A Dangerous Oil Game in Dagestan

At the turn of the 20th century, J. D. Rockefeller made the Standard Oil
fortune in the waters at the southern end of the Caspian Sea, near the
Caucasian city of Baku. The fierce international competition for those riches
was described as the Great Game..
A century later, after the collapse of the Soviet Union, this term has been
revived to describe the renewed struggle among multinational corporations and
global political powers to control the oil and gas fields of the Caspian
region. The stakes are higher today than they were for Rockefeller because of
the discovery of oil fields in Kazakhstan at the northern end of the Caspian,
and natural gas to the east in Turkmenistan..
Russia and the Western powers are operating in the region on an increasingly
competitive basis, on the assumption that Caspian development is a zero-sum
game. They are building military alliances with local governments and
engaging in exercises with local troops..
In the United States, the competitive outlook is intensified by a
consideration of petroleum products as a national security issue. Around the
Caspian, however, this approach contributes to local political instability,
diminishes regional security, heightens the risk for investments in the
region and reduces opportunities for effective extraction of Caspian
resources..
The Great Game metaphor has become a misleading, possibly dangerous,
anachronism. It is dangerous because while it is appropriate to the keen
sense of geopolitical competition in the region, it invites participants to
forget that most parts of the region either are currently scenes of conflict
or are only a few steps away from ignition. Heightened international
competition will certainly produce sparks and further conflagrations would be
costly for everyone. It is no longer possible to treat the locals as pawns in
a game, so it is impossible to separate the extraction of energy resources
from local economic development and political stability..
The combination of energy extraction with development and stability appears
to be the strategy of the Russian government in the sleepy Caspian seaport of
Mahachkala, in the Russian republic of Dagestan. It appears that Moscow is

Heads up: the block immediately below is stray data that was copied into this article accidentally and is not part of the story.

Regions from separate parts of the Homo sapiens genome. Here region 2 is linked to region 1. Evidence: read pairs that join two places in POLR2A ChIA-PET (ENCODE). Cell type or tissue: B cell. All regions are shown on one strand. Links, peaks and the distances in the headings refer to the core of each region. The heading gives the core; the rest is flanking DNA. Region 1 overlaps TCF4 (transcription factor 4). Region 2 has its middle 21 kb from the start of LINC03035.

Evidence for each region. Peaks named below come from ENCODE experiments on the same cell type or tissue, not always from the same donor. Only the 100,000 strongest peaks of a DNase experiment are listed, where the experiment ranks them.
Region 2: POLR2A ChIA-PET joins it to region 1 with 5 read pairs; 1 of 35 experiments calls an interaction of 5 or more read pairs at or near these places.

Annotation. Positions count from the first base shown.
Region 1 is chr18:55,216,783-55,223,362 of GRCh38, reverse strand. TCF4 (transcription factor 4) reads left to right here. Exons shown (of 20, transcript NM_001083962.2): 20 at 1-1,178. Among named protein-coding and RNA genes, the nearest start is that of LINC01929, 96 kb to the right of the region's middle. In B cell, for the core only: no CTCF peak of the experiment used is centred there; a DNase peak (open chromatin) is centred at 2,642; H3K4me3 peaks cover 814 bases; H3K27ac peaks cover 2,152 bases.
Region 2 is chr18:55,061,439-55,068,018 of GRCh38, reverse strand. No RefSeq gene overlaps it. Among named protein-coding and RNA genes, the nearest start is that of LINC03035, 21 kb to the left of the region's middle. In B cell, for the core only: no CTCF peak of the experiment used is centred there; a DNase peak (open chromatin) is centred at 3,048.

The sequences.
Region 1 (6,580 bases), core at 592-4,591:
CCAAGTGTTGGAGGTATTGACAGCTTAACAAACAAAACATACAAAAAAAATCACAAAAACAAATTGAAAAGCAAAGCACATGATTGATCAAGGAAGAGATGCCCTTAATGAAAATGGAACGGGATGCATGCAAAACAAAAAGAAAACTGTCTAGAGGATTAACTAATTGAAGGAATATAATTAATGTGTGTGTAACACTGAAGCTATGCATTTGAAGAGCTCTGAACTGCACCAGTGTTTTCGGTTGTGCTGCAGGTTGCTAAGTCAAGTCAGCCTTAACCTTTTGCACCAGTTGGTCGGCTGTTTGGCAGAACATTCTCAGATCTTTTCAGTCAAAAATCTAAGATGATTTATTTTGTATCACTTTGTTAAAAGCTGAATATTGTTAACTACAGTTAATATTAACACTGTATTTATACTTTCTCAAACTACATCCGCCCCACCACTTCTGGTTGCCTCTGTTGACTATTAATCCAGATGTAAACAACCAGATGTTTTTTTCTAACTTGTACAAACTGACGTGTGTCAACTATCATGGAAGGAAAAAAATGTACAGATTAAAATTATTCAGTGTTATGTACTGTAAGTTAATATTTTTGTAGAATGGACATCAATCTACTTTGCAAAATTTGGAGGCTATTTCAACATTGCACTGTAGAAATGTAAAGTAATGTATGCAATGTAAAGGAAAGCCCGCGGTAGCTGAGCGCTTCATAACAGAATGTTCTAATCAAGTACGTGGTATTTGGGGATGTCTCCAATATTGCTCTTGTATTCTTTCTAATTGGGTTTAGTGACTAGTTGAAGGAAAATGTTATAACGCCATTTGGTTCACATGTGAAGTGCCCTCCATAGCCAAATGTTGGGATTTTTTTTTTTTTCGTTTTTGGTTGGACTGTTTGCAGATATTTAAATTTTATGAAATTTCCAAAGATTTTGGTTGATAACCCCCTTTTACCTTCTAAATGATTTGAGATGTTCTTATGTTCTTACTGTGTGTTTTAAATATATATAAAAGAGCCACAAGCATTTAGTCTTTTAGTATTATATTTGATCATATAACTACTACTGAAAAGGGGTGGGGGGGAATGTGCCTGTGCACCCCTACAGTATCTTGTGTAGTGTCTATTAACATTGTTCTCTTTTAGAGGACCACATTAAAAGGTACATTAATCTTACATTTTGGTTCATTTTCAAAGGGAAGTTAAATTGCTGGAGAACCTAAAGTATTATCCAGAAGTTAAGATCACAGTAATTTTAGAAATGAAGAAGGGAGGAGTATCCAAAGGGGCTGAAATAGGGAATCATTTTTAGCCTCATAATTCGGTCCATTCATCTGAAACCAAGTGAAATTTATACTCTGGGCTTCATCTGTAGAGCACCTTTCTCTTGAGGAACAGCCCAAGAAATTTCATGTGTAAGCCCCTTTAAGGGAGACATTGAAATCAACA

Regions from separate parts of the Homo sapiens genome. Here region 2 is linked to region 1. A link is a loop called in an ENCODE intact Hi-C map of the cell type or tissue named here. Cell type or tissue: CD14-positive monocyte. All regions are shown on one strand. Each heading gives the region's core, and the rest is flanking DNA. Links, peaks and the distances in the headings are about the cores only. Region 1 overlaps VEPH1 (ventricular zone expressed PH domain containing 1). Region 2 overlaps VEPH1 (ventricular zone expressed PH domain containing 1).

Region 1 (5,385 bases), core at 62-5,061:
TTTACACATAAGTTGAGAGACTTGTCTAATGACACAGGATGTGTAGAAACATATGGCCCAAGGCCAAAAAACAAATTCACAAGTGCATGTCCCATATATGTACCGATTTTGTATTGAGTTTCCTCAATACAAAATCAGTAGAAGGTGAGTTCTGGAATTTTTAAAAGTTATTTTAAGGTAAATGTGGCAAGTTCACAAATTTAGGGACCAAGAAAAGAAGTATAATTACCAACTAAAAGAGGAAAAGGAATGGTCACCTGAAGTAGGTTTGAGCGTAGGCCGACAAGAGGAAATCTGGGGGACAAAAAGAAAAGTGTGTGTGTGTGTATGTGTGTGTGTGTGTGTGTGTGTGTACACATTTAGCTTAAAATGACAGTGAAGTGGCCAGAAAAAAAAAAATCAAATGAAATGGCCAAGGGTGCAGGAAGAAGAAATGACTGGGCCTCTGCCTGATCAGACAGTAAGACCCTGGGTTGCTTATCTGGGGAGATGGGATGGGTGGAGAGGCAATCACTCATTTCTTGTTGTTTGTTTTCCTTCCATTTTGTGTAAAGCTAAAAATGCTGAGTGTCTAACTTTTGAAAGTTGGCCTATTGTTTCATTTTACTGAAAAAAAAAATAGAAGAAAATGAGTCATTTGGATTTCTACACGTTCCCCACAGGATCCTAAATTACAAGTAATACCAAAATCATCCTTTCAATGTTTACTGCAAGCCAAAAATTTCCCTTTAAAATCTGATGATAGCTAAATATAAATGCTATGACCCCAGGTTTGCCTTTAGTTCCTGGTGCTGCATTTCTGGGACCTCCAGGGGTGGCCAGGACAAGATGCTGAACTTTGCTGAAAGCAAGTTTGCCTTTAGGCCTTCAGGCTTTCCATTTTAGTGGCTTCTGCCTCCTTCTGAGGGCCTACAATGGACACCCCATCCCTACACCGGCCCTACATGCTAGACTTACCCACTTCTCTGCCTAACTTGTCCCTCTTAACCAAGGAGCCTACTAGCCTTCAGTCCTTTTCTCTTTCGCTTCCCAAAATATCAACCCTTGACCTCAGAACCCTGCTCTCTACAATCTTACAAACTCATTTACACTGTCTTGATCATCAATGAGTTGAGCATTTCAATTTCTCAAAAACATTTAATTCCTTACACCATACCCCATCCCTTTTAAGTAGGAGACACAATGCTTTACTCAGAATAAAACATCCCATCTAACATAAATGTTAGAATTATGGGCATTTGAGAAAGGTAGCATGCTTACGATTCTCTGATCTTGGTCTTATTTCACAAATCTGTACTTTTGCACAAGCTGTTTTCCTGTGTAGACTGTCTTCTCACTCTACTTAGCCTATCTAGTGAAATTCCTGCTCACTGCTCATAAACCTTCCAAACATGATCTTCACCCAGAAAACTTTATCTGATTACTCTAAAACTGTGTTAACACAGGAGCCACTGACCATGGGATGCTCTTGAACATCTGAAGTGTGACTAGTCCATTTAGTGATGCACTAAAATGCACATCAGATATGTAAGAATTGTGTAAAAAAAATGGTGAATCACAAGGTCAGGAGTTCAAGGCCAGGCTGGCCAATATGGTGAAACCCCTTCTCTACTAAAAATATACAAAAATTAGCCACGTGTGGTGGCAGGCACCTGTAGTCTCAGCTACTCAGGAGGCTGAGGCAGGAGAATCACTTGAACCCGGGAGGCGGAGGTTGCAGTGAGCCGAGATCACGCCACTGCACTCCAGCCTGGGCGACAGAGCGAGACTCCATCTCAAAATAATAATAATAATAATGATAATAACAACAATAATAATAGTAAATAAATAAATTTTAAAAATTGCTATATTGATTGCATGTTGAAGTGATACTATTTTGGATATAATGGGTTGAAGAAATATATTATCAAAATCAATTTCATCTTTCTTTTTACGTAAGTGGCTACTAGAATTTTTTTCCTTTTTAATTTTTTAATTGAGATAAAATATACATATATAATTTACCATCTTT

determined to transform Mahachkala into a major oil and gas terminal. It has
completed reconstruction of the petroleum pipeline from Baku to the Russian
Black Sea port of Novorossisk, bypassing Chechnya through Dagestani
territory. The pipeline now includes a 17-kilometer link to Mahachkala's
seaport, which has permitted officials in Russia's Transneft oil organization
to urge Western oil executives to transfer Turkmen and Kazakh crude through
Mahachkala's facilities..
There appear to be at least three related reasons for Moscow's interest in
Mahachkala's increasing hydrocarbon traffic. First, it is clear that Moscow
wants to support the Dagestani economy, and thereby contribute to the
Republic's political stability. Budgetary transfers from Moscow to Mahachkala
have increased sixfold in the last two years..
Second, Moscow has now recognized that Dagestan is the key to its presence in
the North Caucasus. Third, this presence is particularly important to Moscow
because Dagestan, on the Western shore of the Caspian, has historically been
the point of north-south connection in the region. If Moscow is to maintain
its presence in the southern Caspian-Caucasus region, it must maintain a
vital presence in Dagestan..
If these considerations are the basis of Moscow's strategy in the Caucasus
then that strategy makes sense in terms of the challenge posed by Caspian
hydrocarbon development. Among hydrocarbon basins the Caspian is uniquely
landlocked. From the Caspian Sea to Western industrial centers, all routes
for hydrocarbon transport run through the Caucasus..
It will be more difficult for the West to get anything into or out of the
Caspian basin if there are political problems in the Caucasus, and there will
be political problems in this impoverished region unless hydrocarbon
extraction results in local economic development..
An alternative to the Great Game would emphasize local stability, giving
greater attention to local cultures, problems and politics, with
international cooperation toward broad-based economic development. Only
through attention to regional stability will the players succeed in the
extraction of Caspian resources..
The writer, an assistant professor at Southern Illinois University,
contributed this comment to the International Herald Tribune.

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